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An alert about an "incident" at a nuclear power station near Toronto was sent out to millions of people by mistake. The provincial government in Ontario has apologized and announced a "full investigation."
Residents across the Canadian province of Ontario woke up Sunday morning to an emergency message on their mobile phones warning of an "incident" at a massive nuclear plant east of Toronto.
About an hour later, they got another message, saying the alert had been a false alarm.
"There is NO active nuclear situation taking place at the Pickering Nuclear Generating Station," the Ontario Power Generation company said. "The previous alert was issued in error. There is no danger to the public or environment."
Government promises probe
Ontario Solicitor-General Sylvia Jones said in a statement that the alert was accidentally issued "during a routine training exercise."
"The government of Ontario sincerely apologizes for raising public concern and has begun a full investigation to determine how this error happened," she said.
The initial alert reported an incident at the Pickering power plant, located on the shores of Lake Ontario, but said people nearby do not need to "take any protective actions at this time."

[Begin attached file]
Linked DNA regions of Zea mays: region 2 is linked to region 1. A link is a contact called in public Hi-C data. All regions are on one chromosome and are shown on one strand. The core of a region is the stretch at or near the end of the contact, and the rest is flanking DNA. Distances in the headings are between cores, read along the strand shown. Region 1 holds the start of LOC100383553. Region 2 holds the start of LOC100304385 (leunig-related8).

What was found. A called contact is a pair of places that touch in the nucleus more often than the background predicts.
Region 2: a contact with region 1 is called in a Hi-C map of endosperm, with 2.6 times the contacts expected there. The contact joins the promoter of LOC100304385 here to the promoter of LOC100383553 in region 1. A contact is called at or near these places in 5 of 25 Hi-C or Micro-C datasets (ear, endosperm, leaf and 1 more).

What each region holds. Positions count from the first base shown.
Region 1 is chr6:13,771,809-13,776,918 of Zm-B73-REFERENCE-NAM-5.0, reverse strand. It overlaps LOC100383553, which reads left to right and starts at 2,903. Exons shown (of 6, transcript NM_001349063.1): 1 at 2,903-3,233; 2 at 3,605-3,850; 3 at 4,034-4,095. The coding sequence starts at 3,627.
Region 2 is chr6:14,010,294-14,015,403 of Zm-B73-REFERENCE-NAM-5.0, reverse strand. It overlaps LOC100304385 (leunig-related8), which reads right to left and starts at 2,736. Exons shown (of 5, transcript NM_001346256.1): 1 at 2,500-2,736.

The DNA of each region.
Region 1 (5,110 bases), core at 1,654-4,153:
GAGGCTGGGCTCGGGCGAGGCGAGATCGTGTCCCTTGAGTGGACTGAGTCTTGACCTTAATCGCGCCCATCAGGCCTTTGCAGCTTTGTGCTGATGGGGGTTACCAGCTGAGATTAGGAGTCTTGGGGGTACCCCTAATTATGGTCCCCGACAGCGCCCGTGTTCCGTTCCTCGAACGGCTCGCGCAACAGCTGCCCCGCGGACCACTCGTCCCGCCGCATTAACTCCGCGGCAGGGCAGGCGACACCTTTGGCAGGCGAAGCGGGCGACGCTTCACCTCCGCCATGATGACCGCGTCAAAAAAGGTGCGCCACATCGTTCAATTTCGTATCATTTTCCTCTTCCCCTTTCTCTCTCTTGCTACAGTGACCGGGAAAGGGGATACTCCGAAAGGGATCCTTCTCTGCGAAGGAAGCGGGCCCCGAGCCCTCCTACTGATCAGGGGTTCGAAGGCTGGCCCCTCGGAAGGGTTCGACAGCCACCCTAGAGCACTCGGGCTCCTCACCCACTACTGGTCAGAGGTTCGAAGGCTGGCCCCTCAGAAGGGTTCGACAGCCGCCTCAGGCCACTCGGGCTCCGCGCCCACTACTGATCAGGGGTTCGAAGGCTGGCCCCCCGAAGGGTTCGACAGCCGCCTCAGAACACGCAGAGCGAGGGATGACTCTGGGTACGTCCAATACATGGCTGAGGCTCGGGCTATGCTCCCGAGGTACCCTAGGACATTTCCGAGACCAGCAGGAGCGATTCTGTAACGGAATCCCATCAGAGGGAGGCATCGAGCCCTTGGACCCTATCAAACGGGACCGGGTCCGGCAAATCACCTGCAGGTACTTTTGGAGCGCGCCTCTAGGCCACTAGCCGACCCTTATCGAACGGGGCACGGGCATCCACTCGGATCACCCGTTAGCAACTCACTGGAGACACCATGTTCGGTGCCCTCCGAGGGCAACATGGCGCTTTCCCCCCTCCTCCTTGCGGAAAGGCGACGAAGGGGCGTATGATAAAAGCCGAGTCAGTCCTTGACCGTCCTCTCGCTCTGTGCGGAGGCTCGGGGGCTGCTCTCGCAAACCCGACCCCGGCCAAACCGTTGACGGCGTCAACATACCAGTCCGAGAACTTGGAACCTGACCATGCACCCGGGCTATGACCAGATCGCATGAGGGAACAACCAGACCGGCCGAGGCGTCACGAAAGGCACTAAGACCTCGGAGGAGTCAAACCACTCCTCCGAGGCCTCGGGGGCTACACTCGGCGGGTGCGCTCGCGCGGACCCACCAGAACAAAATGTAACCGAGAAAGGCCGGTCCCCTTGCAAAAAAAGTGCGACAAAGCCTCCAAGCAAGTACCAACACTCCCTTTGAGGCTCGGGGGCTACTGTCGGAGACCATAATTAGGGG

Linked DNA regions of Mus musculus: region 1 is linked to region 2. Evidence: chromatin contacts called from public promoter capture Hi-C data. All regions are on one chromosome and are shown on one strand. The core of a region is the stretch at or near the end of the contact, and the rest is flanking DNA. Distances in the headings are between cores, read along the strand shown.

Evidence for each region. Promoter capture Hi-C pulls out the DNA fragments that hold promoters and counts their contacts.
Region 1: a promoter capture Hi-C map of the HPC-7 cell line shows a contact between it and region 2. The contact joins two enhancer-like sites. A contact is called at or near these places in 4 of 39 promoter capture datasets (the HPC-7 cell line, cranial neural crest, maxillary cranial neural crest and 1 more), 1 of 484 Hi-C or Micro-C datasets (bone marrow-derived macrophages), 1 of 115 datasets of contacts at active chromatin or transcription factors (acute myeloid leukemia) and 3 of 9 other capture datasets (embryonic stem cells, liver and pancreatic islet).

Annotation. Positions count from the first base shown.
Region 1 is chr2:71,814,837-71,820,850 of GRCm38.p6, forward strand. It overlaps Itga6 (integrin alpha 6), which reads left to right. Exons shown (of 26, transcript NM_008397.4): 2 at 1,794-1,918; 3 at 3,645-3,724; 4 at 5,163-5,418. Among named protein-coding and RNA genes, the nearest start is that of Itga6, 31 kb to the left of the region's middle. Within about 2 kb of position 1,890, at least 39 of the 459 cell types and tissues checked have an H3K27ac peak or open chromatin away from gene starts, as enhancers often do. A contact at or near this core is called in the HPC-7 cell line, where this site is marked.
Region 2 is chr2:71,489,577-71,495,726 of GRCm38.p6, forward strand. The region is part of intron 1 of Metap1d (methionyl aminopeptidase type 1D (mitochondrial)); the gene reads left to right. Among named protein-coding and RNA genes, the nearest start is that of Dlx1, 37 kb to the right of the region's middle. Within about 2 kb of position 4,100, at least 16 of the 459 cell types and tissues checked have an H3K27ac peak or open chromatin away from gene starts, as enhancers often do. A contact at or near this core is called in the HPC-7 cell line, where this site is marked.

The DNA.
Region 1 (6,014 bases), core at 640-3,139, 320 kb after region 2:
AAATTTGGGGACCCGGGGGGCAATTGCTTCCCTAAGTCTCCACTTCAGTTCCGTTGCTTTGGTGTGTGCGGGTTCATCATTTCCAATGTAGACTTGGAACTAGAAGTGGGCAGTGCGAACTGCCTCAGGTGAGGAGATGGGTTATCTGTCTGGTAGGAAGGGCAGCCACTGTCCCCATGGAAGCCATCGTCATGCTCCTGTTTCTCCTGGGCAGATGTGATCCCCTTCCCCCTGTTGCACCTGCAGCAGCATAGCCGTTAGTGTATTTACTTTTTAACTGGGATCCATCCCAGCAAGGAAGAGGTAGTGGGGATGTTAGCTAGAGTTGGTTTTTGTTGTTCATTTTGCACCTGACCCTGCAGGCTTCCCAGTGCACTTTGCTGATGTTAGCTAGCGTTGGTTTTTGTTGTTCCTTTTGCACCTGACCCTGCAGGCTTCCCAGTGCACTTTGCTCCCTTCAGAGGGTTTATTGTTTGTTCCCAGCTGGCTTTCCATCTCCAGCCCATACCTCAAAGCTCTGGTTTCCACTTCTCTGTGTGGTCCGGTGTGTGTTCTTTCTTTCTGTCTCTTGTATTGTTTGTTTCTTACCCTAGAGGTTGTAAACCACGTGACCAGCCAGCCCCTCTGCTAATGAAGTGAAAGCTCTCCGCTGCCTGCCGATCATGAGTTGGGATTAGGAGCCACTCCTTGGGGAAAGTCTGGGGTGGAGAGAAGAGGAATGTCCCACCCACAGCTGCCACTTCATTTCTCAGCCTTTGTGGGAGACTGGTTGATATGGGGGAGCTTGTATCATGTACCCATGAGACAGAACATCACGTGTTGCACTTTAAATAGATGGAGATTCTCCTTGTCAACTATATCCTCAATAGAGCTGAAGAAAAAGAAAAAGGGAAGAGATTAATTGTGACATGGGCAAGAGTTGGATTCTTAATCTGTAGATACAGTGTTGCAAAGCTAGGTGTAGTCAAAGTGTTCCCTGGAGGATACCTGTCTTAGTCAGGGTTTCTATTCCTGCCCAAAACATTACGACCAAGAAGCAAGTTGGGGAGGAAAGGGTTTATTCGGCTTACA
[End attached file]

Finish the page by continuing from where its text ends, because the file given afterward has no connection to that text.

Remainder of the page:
"There has been NO abnormal release of radioactivity from the station and emergency staff are responding to the situation," she added.
The mistake sparked a fierce reaction from local mayors, who said the emergency message caused unnecessary stress to residents. Ontario, Canada's most populous province, is home to about 14 million people.
"Like many of you, I was very troubled to have received that emergency alert this morning," Dave Ryan, the mayor of Pickering, wrote on Twitter. "While I am relieved that there was no actual emergency, I am upset that an error such as this occurred. I have spoken to the Province, and am demanding that a full investigation take place."
Toronto Mayor John Tory also called for an inquiry, saying, "There are far too many unanswered questions."
The plant in Pickering, one of the world's largest nuclear power stations, came online in 1971 and is due to be decommissioned in 2028. According to Ontario Power, it generates 14% of the province's electricity.
A training drill was also given as the reason behind a similar blunder in the US state of Hawaii. In January 2018, authorities there issued a false alert about an incoming ballistic missile, temporarily sparking panic on the archipelago.
nm/rc (AP, Reuters, dpa)